The Tenmile Watershed and South Hills of Helena are critical areas to the health and safety of thousands of people who live in and around them. The recent decision by the Forest Service to reduce fuel and improve roads in the Tenmile-South Hills Project area is largely about life safety for citizens and first responders alike. The Tri-County FireSafe Working Group fully supports this project. Unfortunately the Forest Service is the subject of civil litigation by numerous groups seeking to halt this important project. We believe the project should be completed.
The pine trees in the project area were ravaged by the mountain pine beetle epidemic in 2005/2006 killing 90% of the lodgepole and ponderosa pine trees over 5 inches in diameter. Lodgepole pine makes up 50% of the project area; much of it is still standing but dead. The fire hazard of these areas is rated as extreme due to those fuels and the type of fires that burn in this area. When a fire burns in live lodgepole, it kills the majority of the trees because it burns from crown to crown. The dead standing trees with small trees under them and some live large trees remaining present a different danger. A crown fire can carry through these stands, and the downed trees on the forest floor then burn in a second wave of fire. A fire in these fuels will be intense and dangerous and very difficult to control. Ponderosa pine grows in lower elevations and occupies 10% of the area. Many of these trees are already down, creating an extremely heavy fuel load. A fire here will likely stay on the ground but will burn very hot and be difficult to control.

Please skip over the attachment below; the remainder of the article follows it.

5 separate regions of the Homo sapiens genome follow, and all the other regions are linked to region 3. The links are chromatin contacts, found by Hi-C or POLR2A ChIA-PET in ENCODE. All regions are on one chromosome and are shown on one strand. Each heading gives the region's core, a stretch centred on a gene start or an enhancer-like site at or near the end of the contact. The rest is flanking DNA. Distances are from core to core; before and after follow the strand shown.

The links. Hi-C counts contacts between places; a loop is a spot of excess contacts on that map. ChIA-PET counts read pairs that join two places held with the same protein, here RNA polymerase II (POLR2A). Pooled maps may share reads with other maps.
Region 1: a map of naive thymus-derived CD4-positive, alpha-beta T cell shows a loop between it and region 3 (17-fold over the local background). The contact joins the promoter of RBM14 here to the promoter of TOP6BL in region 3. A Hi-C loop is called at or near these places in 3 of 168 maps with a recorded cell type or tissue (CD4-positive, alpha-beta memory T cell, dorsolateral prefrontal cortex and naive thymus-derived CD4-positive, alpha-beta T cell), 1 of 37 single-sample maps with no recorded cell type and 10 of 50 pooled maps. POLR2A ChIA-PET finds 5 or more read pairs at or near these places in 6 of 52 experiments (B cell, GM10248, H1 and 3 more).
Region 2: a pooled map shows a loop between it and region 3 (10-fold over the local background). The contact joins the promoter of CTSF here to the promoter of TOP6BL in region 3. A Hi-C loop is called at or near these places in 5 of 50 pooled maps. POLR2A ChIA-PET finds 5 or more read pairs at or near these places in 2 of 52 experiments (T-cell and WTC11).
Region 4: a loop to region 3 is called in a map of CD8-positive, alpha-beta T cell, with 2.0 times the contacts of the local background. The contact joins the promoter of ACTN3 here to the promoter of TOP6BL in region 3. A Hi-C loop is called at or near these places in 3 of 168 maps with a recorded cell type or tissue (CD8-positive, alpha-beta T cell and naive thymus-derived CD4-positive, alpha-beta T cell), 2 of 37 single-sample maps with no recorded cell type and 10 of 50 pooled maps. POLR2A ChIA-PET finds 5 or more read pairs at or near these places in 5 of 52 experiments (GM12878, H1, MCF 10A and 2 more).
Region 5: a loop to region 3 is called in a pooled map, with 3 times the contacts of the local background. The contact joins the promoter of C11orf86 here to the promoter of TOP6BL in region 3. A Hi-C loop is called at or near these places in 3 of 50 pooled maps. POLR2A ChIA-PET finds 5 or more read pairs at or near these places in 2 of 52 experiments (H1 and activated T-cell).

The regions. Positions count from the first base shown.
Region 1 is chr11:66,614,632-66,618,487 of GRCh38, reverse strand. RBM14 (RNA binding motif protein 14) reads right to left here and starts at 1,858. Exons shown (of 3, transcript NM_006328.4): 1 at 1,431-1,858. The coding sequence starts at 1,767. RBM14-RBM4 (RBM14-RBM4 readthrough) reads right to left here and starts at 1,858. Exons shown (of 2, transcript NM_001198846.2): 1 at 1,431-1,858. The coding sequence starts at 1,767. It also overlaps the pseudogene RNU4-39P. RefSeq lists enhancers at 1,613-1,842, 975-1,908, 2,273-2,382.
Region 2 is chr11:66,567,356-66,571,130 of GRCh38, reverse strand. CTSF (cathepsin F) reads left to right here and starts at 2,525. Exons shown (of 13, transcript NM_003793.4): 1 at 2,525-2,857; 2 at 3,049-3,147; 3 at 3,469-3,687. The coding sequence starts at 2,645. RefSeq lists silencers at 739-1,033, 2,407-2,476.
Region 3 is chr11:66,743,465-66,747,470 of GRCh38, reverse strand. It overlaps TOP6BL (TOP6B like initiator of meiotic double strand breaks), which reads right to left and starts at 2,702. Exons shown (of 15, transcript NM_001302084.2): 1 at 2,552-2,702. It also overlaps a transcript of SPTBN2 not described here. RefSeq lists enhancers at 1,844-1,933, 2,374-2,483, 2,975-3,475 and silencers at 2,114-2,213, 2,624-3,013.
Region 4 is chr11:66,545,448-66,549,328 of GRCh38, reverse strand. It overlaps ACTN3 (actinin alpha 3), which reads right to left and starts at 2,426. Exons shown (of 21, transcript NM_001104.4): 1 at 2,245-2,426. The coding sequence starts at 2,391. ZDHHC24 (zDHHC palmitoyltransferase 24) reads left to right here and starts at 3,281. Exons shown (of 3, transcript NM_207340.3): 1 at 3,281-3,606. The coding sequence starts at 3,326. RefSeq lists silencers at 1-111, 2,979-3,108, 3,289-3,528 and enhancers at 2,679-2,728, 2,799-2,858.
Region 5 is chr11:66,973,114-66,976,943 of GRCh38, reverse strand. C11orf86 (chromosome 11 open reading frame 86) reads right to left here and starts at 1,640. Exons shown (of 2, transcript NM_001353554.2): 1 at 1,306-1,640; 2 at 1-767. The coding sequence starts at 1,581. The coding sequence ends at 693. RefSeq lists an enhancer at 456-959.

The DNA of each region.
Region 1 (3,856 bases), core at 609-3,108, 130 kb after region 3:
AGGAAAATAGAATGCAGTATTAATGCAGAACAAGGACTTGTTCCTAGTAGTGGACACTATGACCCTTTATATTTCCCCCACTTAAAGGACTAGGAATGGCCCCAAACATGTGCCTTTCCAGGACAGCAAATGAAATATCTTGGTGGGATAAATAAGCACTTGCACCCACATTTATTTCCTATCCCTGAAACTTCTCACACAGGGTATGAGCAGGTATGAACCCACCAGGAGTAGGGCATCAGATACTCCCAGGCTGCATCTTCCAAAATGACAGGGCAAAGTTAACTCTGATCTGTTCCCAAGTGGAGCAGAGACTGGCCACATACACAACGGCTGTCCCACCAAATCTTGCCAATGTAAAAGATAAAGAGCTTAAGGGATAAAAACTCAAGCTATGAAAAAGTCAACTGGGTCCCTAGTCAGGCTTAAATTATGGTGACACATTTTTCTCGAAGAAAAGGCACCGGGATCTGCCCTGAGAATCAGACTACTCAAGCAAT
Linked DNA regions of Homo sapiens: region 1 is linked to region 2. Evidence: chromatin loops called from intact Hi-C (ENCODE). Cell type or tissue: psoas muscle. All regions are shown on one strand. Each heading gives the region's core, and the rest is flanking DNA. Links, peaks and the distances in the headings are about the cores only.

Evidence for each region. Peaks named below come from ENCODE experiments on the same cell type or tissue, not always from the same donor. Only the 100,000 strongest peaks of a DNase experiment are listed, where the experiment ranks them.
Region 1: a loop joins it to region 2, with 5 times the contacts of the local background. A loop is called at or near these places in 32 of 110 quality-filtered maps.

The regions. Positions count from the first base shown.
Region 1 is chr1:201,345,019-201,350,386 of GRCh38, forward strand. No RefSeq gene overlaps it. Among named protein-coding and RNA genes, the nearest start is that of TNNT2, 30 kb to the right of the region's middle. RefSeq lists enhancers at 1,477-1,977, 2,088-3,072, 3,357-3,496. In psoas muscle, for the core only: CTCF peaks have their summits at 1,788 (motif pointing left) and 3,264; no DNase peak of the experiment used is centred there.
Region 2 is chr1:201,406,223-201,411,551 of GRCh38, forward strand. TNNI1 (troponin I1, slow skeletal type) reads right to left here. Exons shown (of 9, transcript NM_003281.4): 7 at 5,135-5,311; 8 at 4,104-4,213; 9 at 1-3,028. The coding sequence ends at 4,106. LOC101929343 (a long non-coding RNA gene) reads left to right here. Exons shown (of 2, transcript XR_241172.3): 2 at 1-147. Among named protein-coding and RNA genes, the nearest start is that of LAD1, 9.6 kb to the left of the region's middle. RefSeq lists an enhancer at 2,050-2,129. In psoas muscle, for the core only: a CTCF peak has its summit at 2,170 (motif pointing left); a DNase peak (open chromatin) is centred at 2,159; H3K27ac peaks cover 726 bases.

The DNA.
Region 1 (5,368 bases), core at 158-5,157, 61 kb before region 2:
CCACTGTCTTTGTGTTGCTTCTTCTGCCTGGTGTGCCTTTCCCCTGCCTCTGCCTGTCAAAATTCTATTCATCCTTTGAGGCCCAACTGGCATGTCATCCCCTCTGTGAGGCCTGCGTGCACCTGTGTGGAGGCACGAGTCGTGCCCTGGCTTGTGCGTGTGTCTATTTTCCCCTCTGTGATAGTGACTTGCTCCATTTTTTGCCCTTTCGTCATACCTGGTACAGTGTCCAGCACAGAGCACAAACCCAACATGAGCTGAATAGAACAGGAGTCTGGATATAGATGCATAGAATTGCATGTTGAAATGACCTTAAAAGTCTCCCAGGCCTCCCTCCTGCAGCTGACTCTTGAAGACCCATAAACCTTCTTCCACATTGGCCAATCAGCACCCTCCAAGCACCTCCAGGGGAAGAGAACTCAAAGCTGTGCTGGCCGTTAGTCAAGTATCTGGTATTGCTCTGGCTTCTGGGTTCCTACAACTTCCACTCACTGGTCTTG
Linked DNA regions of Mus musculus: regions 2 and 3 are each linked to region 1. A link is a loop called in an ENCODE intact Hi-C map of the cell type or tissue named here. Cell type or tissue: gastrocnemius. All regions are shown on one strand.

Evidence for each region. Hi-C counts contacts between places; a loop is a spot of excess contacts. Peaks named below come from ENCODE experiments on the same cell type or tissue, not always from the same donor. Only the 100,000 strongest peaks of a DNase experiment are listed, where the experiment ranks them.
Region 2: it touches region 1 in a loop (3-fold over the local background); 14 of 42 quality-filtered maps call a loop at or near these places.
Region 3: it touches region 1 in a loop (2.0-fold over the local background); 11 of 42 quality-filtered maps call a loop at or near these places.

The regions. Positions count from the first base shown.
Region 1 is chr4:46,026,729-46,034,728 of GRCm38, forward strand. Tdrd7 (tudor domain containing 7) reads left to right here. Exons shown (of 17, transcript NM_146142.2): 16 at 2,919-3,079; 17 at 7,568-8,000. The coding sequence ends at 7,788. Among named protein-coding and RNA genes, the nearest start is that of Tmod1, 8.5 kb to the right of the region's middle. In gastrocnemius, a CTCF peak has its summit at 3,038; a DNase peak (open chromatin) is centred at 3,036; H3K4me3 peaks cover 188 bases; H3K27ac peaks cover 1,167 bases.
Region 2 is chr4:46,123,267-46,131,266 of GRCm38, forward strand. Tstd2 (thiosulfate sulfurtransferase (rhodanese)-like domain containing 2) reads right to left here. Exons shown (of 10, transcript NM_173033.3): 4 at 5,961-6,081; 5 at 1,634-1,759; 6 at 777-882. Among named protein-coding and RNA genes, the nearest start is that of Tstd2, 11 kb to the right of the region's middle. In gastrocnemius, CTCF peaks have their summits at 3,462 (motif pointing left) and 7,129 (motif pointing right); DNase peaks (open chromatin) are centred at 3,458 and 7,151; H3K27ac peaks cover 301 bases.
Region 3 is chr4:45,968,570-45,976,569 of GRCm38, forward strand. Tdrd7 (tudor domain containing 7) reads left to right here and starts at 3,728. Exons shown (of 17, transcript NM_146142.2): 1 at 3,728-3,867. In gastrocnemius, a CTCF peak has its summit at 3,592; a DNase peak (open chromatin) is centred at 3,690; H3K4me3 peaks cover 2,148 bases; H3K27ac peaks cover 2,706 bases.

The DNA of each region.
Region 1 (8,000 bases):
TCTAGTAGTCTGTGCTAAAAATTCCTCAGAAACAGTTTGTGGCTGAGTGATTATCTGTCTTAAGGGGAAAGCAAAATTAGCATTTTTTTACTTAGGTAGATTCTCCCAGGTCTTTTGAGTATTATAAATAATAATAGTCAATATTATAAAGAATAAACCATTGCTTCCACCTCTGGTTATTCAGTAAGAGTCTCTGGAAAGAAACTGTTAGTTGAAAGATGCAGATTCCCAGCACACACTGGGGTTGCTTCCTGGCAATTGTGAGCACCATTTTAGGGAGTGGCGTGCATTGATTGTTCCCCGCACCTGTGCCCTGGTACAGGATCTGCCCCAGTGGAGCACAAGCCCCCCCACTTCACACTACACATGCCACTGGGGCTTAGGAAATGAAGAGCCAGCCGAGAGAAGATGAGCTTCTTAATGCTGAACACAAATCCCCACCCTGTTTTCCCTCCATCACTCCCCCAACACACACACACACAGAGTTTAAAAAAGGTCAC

The decision by the Forest Service to open the forest canopy by cutting trees, and reduce fuels on the ground with fire, chipping and masticating will change fire behavior and allow firefighters to more safely fight a fire, and protect the Tenmile watershed. This watershed provides about 50% of the City water to Helena. If a large fire burns in the watershed, the water system will likely be damaged or destroyed; silt will flow into the streams and reservoirs. This source of water will not be available to the citizens of Helena. The result, whether short or long term, will be an enormous cost to the City taxpayers as the water must be gotten elsewhere. Without this management the area continues to become more hazardous as trees fall and the understory matures.
The South Hills are a drier vegetation type, dominated by ponderosa pine and Douglas fir. This area has a lot of private land mixed with public land. There are many houses in the area and miles of road that people need to be able to use to escape a wildfire. The Forest Service decision in this area includes a lot of fuel reduction adjacent to private land boundaries in addition to opening the forest canopy and reducing fuels in units scattered through the area. The decision to thin trees and reduce fuels on the ground with fire, chipping and masticating and focusing on private land boundary fuel removal, will change fire behavior and allow firefighters to more safely fight a fire.
Safe ingress and egress are critical in times of emergency. The Forest Service is improving 47 miles of existing roads in the project area. These are roads that are used by people evacuating and fire equipment entering active fire areas. The project will also reduce fuels along 26 miles of those roads, making it possible for citizens and firefighters to safely pass. We support these activities. This is just good public land management.
Tri-County Firesafe Working Group (Tri-County) is a nonprofit dedicated to wildland fire mitigation planning, population protection, and meaningful projects to sustain forest health and natural aesthetics in wildland-urban interface settings. The Tri-County mitigation program focuses work in the interface, which includes the Tenmile-South Hills Project. We support the decision!
Rocky Infanger is the board president for Tri-County Firesafe Working Group.